An Architecture for Smart Lifelong Learning Design

  • Konstantinos Karoudis
  • George D. Magoulas
Conference paper
Part of the Lecture Notes in Educational Technology book series (LNET)


Smart learning environments have emerged as powerful platforms that support learners in exploring, identifying and seizing not only formal but also non-formal and informal learning opportunities, enabling them to create rich learning experiences. This paper introduces a lifelong learning framework underpinned by the idea of a cumulative learning continuum from pedagogy through andragogy to heutagogy. Based on this framework, we propose a system architecture that aims to provide personalized lifelong learning pathways integrating formal, non-formal and informal training offerings. This could further motivate learners to engage in meaningful learning experiences throughout their lives.


personalized learning lifelong learning learning path design 


Unable to display preview. Download preview PDF.

Unable to display preview. Download preview PDF.


  1. 1.
    Ashton, J., Newman, L.: An unfinished symphony: 21st century teacher education using knowledge creating heutagogies. Br. J. Educ. Technol. 37, 6, 825–840 (2006).Google Scholar
  2. 2.
    Baajour, H. et al.: Towards Cross-System User Model Interoperability for Planning Lifelong Learning. In: 6th Intern. Workshop on Ubiquitous User Modeling with focus on User Model Intergration (UMI 2008) in conjuction with the 5th International Conference on Adaptive Hypermedia and Adaptive Web-based Systems. p. 5, Hannover (2008).Google Scholar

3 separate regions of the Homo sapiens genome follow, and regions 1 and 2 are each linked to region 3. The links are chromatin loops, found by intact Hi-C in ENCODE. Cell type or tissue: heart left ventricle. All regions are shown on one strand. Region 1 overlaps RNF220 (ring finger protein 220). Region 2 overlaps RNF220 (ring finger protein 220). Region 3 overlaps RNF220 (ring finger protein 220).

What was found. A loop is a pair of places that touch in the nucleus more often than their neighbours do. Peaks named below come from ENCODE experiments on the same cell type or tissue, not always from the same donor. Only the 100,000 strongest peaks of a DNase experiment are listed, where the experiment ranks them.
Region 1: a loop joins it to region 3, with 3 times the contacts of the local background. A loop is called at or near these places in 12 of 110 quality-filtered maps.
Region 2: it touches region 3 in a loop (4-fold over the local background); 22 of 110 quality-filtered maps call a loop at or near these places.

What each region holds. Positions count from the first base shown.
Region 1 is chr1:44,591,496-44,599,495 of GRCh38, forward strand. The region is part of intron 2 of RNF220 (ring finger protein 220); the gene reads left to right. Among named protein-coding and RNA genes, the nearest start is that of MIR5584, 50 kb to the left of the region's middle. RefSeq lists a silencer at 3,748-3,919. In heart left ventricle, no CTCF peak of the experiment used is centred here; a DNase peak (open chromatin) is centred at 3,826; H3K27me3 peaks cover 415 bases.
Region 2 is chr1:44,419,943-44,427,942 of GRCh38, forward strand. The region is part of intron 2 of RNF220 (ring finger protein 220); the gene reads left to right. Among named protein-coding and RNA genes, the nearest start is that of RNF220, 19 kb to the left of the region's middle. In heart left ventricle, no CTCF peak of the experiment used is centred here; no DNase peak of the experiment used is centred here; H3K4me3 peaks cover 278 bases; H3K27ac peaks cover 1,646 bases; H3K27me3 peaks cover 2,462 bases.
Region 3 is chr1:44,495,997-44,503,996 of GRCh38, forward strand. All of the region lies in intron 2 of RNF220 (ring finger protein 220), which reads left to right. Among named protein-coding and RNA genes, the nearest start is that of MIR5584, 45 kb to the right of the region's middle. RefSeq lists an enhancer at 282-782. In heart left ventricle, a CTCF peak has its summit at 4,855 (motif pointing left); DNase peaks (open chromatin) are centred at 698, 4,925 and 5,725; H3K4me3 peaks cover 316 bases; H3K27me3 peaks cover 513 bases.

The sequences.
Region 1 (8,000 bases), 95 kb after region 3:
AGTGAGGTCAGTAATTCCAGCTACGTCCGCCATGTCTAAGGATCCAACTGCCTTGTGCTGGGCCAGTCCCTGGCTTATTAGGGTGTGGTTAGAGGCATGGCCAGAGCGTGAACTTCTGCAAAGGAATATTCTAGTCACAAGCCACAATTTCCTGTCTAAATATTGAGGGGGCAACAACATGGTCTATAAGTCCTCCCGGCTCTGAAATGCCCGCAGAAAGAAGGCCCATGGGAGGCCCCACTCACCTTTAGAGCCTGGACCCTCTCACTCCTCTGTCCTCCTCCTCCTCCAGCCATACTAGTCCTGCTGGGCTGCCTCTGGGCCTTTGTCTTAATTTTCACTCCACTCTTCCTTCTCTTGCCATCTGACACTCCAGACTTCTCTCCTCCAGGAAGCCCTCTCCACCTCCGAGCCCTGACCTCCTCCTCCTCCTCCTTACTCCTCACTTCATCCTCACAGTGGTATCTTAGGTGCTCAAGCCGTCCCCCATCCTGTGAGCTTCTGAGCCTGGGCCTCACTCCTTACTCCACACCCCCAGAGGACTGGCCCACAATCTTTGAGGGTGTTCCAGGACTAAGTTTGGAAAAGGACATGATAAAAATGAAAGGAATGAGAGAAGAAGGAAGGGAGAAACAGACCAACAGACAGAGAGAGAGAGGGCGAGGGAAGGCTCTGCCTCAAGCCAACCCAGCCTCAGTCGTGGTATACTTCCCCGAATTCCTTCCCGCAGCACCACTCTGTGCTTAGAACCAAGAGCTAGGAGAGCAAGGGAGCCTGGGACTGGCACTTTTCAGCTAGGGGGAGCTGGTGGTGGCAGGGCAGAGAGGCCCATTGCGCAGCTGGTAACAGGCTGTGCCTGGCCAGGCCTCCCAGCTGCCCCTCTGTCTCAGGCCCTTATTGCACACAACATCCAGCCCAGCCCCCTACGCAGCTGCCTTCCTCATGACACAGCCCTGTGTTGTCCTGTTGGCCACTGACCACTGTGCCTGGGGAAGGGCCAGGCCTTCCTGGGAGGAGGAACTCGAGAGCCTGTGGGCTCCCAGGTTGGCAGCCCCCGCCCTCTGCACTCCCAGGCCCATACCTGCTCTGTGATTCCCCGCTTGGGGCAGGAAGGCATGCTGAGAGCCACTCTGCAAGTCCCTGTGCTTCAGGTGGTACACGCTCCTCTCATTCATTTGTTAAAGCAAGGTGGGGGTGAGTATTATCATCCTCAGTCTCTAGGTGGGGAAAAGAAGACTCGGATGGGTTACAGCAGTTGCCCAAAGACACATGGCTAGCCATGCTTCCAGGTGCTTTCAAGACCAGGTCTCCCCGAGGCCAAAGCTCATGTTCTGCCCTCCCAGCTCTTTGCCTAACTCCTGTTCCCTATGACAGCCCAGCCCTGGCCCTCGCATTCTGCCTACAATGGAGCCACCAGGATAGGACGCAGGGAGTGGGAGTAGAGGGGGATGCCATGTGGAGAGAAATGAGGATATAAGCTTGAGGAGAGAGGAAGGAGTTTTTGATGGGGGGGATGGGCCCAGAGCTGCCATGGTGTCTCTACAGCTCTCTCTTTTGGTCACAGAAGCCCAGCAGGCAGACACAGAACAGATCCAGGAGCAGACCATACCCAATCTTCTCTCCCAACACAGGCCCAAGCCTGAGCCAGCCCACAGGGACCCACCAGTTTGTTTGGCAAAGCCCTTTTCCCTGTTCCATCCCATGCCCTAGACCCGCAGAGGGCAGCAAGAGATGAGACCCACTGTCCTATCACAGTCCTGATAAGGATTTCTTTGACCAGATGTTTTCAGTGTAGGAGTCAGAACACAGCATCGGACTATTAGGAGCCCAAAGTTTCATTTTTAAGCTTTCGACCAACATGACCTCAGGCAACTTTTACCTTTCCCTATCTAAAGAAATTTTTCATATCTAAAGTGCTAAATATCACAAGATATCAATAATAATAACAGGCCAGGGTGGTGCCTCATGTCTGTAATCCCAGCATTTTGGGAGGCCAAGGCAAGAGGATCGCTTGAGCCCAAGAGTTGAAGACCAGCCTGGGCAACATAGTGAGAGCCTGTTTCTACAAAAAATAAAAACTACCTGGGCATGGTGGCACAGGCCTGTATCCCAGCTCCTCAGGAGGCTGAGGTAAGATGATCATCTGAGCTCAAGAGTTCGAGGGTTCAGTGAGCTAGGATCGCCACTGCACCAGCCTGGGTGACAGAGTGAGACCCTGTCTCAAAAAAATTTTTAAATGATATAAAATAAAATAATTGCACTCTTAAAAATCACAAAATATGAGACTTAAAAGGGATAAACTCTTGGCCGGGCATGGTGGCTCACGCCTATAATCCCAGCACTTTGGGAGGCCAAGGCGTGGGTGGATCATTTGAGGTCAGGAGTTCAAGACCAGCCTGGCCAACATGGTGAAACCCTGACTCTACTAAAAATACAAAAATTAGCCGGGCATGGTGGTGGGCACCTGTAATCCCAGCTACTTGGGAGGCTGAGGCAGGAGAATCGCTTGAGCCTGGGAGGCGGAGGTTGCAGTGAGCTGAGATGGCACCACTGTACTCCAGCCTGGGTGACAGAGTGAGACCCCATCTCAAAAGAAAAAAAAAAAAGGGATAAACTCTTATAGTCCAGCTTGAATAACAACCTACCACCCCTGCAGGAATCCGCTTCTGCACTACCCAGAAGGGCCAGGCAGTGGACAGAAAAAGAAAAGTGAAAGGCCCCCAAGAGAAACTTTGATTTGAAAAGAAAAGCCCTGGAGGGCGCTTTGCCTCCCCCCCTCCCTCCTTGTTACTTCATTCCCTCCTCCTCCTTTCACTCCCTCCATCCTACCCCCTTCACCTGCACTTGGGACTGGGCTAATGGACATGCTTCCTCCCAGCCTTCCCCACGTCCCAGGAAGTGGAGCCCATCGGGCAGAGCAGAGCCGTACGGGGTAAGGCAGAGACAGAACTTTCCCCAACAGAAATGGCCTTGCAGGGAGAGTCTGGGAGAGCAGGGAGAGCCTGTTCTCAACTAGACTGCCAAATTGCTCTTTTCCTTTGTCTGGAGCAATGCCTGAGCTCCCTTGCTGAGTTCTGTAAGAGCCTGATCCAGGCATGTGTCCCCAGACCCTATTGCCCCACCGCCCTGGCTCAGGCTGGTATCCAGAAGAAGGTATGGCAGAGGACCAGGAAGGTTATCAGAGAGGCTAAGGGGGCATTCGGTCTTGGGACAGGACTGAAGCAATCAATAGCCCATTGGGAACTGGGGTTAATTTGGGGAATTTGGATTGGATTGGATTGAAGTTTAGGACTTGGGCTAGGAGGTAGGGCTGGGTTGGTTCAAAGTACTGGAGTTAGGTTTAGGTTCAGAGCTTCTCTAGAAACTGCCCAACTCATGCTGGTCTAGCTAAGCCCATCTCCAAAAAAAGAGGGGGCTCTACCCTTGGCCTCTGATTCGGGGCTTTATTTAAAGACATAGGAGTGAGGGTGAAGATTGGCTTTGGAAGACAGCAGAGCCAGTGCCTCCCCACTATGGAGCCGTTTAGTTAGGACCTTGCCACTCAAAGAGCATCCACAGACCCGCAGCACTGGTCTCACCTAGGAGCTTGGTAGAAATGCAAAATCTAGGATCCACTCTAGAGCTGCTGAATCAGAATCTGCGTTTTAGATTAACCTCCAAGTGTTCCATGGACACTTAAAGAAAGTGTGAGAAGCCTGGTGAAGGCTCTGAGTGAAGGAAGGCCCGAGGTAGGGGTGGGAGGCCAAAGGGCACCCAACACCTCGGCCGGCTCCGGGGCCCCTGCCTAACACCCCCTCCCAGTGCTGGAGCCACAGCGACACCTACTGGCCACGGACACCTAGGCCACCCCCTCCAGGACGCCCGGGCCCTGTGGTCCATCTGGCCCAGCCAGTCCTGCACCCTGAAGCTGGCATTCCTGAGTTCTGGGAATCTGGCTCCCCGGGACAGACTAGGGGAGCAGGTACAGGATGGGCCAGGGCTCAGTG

3. 3.
    Blaschke, L.: Heutagogy and lifelong learning: A review of heutagogical practice and self-determined learning. Int. Rev. Res. Open Distrib. Learn. 13, 1, (2012).Google Scholar
  4. 4.
    Canning, N.: Playing with heutagogy: exploring strategies to empower mature learners in higher education. J. Furth. High. Educ. 34, 1, 59–71 (2010).Google Scholar
  5. 5.
    Dunlap, J.C., Grabinger, S.: Preparing Students for Lifelong Learning: A Review of Instructional Features and Teaching Methodologies. Perform. Improv. Q. 16, 2, 6–25 (2003).Google Scholar
  6. 6.
    Galanis, N. et al.: Designing an Informal Learning Support Framework. In: Proceedings of the 3rd International Conference on Technological Ecosystems for Enhancing Multiculturality. pp. 461–466 ACM, New York, NY, USA (2015).Google Scholar
  7. 7.
    Garnett, F., O’Beirne, R.: Putting heutagogy into learning. In: Hase, S. and Kenyon, C. (eds.) Self-Determined Learning: Heutagogy in Action. pp. 131–143 Bloomsbury Academic, London, UK (2013).Google Scholar
  8. 8.
    Hase, S.: Heutagogy and e-learning in the workplace: some challenges and opportunities. Impact J. Appl. Res. Work. E-learning. 1, 1, 43–52 (2009).Google Scholar
  9. 9.
    Hase, S., Kenyon, C.: From andragogy to heutagogy. Ultibase Artic. 5, 3, 9 (2000).Google Scholar
  10. 10.
    Hatzilygeroudis, I.: Preface to the Special Issue on “AI Techniques in Web-Based Educational Systems.” Int. J. Artif. Intell. Tools. 13, 02, 275–277 (2004).Google Scholar
  11. 11.
    Higher Education Academy: Lifelong learning,
  12. 12.
    Hwang, G.-J.: Definition, framework and research issues of smart learning environments - a context-aware ubiquitous learning perspective. Smart Learn. Environ. 1, 1, 1–14 (2014).Google Scholar
  13. 13.
  14. 14.
    Kerka, S.: Self-Directed Learning. Myths and Realities No. 3, (1999).Google Scholar
  15. 15.

Copyright information

© Springer Science+Business Media Singapore 2017

Authors and Affiliations

  1. 1.Knowledge Lab, BirkbeckUniversity of LondonLondonUK

Personalised recommendations